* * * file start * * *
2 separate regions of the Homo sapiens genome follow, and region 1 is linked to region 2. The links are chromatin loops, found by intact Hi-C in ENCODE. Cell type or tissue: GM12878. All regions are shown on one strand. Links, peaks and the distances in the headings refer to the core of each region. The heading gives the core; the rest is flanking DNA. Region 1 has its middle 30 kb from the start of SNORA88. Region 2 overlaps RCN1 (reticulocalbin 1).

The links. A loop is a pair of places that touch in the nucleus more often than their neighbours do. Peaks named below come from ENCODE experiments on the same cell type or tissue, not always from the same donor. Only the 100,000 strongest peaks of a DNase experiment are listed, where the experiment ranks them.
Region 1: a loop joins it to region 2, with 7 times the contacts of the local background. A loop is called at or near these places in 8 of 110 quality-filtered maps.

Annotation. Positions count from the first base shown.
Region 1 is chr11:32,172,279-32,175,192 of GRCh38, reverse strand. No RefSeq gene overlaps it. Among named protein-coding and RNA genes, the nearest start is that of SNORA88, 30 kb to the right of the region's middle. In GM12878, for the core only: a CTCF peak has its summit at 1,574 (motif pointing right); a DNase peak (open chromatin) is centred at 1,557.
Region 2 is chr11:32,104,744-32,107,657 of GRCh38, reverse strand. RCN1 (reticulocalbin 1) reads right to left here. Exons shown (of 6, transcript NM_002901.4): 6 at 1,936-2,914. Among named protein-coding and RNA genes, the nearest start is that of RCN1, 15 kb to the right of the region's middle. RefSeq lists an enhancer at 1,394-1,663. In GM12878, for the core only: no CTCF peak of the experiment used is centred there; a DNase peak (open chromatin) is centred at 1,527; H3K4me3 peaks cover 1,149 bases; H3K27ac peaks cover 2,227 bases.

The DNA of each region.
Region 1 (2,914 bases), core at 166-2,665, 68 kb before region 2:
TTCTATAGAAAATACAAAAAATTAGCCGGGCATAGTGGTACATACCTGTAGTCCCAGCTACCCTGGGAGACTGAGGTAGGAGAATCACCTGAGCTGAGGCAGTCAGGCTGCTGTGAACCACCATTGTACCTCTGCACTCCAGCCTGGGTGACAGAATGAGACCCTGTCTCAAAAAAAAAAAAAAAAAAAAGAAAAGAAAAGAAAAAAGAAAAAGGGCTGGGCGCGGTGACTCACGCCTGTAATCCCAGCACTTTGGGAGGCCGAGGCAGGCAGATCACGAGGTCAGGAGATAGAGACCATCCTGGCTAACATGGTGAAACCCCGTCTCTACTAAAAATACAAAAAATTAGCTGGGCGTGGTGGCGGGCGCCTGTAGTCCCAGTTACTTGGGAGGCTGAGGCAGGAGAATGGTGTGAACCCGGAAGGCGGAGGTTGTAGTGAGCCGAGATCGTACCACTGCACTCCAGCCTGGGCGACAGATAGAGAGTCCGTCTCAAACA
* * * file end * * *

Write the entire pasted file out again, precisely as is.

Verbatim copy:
2 separate regions of the Homo sapiens genome follow, and region 1 is linked to region 2. The links are chromatin loops, found by intact Hi-C in ENCODE. Cell type or tissue: GM12878. All regions are shown on one strand. Links, peaks and the distances in the headings refer to the core of each region. The heading gives the core; the rest is flanking DNA. Region 1 has its middle 30 kb from the start of SNORA88. Region 2 overlaps RCN1 (reticulocalbin 1).

The links. A loop is a pair of places that touch in the nucleus more often than their neighbours do. Peaks named below come from ENCODE experiments on the same cell type or tissue, not always from the same donor. Only the 100,000 strongest peaks of a DNase experiment are listed, where the experiment ranks them.
Region 1: a loop joins it to region 2, with 7 times the contacts of the local background. A loop is called at or near these places in 8 of 110 quality-filtered maps.

Annotation. Positions count from the first base shown.
Region 1 is chr11:32,172,279-32,175,192 of GRCh38, reverse strand. No RefSeq gene overlaps it. Among named protein-coding and RNA genes, the nearest start is that of SNORA88, 30 kb to the right of the region's middle. In GM12878, for the core only: a CTCF peak has its summit at 1,574 (motif pointing right); a DNase peak (open chromatin) is centred at 1,557.
Region 2 is chr11:32,104,744-32,107,657 of GRCh38, reverse strand. RCN1 (reticulocalbin 1) reads right to left here. Exons shown (of 6, transcript NM_002901.4): 6 at 1,936-2,914. Among named protein-coding and RNA genes, the nearest start is that of RCN1, 15 kb to the right of the region's middle. RefSeq lists an enhancer at 1,394-1,663. In GM12878, for the core only: no CTCF peak of the experiment used is centred there; a DNase peak (open chromatin) is centred at 1,527; H3K4me3 peaks cover 1,149 bases; H3K27ac peaks cover 2,227 bases.

The DNA of each region.
Region 1 (2,914 bases), core at 166-2,665, 68 kb before region 2:
TTCTATAGAAAATACAAAAAATTAGCCGGGCATAGTGGTACATACCTGTAGTCCCAGCTACCCTGGGAGACTGAGGTAGGAGAATCACCTGAGCTGAGGCAGTCAGGCTGCTGTGAACCACCATTGTACCTCTGCACTCCAGCCTGGGTGACAGAATGAGACCCTGTCTCAAAAAAAAAAAAAAAAAAAAGAAAAGAAAAGAAAAAAGAAAAAGGGCTGGGCGCGGTGACTCACGCCTGTAATCCCAGCACTTTGGGAGGCCGAGGCAGGCAGATCACGAGGTCAGGAGATAGAGACCATCCTGGCTAACATGGTGAAACCCCGTCTCTACTAAAAATACAAAAAATTAGCTGGGCGTGGTGGCGGGCGCCTGTAGTCCCAGTTACTTGGGAGGCTGAGGCAGGAGAATGGTGTGAACCCGGAAGGCGGAGGTTGTAGTGAGCCGAGATCGTACCACTGCACTCCAGCCTGGGCGACAGATAGAGAGTCCGTCTCAAACA